Pets and domestic animals (other than certified assistance animals) are not permitted. Find out which regional parks allow dog walking and see the pets in parks policy for more information.

    Smoking

    NSW national parks are no smoking areas.

    Nearby towns

    Forster (6 km)

    Dominated by water sports Forster is the centre of the Great Lakes area.

    www.visitnsw.com

    Old Bar (25 km)

    As well as its beachside attractions, Old Bar is an ideal base for exploring nearby natural attractions. Crowdy Head National Park and the beautiful waterways of Myall lakes National Park are just two of the best.

    www.visitnsw.com

    Taree (32 km)

    Taree is a major mid North Coast city, ringed by superb beaches. It's situated on the Manning River and set against rolling hills.

    www.visitnsw.com

    Learn more

    Cape Hawke lookout is in Booti Booti National Park. Here are just some of the reasons why this park is special:

    A haven for birds and birdwatchers alike

    Elizabeth Beach picnic area, Booti Booti National Park. Photo: John Spencer

    Booti Booti National Park features a substantial number of amphibians and reptiles, including red-bellied black snakes, brown snakes, rose-crowned snakes and blue-bellied swamp snakes. Goannas are regular visitors to The Ruins campground and picnic areas, and you may even be lucky enough to see a land mullet or water dragon. The unusual peninsula between the Pacific Ocean and Wallis Lake also provides an outstanding habitat for over 210 species of birds, including rainbow and scaly-breasted lorikeets, yellow-faced honeyeaters and silvereyes, as well as a number of waterbirds, including pelicans and the endangered little tern.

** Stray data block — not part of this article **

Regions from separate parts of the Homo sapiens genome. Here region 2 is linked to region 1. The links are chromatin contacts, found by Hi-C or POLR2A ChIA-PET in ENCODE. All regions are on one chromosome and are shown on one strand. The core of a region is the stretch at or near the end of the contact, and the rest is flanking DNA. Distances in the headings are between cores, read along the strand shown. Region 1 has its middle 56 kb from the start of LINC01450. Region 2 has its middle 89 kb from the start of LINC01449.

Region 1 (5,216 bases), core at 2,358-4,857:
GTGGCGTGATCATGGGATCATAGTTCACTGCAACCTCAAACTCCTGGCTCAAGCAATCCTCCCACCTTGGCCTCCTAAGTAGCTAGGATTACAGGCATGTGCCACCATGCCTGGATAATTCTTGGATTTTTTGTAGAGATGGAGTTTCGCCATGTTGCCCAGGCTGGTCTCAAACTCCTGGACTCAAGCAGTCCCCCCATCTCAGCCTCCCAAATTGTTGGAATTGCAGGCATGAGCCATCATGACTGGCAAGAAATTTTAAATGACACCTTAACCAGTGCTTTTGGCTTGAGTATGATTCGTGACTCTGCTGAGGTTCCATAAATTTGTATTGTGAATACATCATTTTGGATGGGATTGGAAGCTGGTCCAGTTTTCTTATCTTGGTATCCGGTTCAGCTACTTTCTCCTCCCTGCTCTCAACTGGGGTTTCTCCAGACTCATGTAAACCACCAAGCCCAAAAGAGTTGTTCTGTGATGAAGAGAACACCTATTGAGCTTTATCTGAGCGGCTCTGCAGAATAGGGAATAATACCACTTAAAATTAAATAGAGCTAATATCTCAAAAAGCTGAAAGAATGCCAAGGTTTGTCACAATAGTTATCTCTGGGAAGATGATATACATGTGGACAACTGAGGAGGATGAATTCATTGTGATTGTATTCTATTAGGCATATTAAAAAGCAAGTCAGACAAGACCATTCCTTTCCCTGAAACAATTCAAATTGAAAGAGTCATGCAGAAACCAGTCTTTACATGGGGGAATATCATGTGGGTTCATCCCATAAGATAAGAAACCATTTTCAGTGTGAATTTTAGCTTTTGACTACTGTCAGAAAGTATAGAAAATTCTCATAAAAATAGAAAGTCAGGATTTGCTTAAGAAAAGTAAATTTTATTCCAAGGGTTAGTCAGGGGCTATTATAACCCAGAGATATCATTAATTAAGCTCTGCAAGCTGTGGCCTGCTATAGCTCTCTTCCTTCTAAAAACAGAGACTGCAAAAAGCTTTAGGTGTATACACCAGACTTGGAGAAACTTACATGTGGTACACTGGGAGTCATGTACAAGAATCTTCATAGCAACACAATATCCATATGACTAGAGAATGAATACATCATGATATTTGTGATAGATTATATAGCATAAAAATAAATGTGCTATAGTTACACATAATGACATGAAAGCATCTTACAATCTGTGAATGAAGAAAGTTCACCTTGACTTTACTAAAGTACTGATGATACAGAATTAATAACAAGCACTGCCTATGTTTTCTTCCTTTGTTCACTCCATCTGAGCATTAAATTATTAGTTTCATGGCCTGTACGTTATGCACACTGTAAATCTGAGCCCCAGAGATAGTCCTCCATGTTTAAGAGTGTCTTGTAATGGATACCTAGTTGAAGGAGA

• Cape Hawke lookout Just five minutes from Forster, the Cape Hawke lookout offers spectacular 360-degree views along the coast from the top of a dedicated tower, perfect for whale watching.
    • Elizabeth Beach picnic area A short drive from Forster, Elizabeth Beach picnic area offers a great spot to relax near a beach popular for swimming, surfing, and whale watching in winter.
    • Sailing Club picnic area An alternative to the ocean-front options of Booti Booti National Park, Sailing Club picnic area offers a shady rest spot on the shore of Wallis Lake.

    Aye, Captain

    Cape Hawke lookout, Booti Booti National Park. Photo: John Spencer

    Captain Cook first sighted Cape Hawke on May 12, 1770, and named it in honour of the First Lord of the Admiralty, Edward Hawke. The famous explorer and surveyor John Oxley later passed through the area in 1818. The first European inhabitant was Captain J. Gogerly, who sailed between Forster and Sydney ferrying timber, oyster shells, and sandstone. Today you can pay respects to Captain Gogerly and some of his relatives at their gravemarkers, across the road from the Ruins campground.

    Spirituality, identity and lifestyle

    Boomerang Beach, Booti Booti National Park. Photo: Ian Charles

    Booti Booti National Park holds important cultural significance for the Worimi Aboriginal people, who have lived on and used the land and waters for many thousands of years. Dozens of Aboringal sites exist within the park, including artefact scatters, stone quarries, tool sites, and shell middens. These are important markers of Aboriginal history in the region, demonstrating how land, water, plants and animals contributed to and continue to have significance for Aboriginal identity, spirituality, and lifestyle.

    Education resources (1)

    School excursions (1)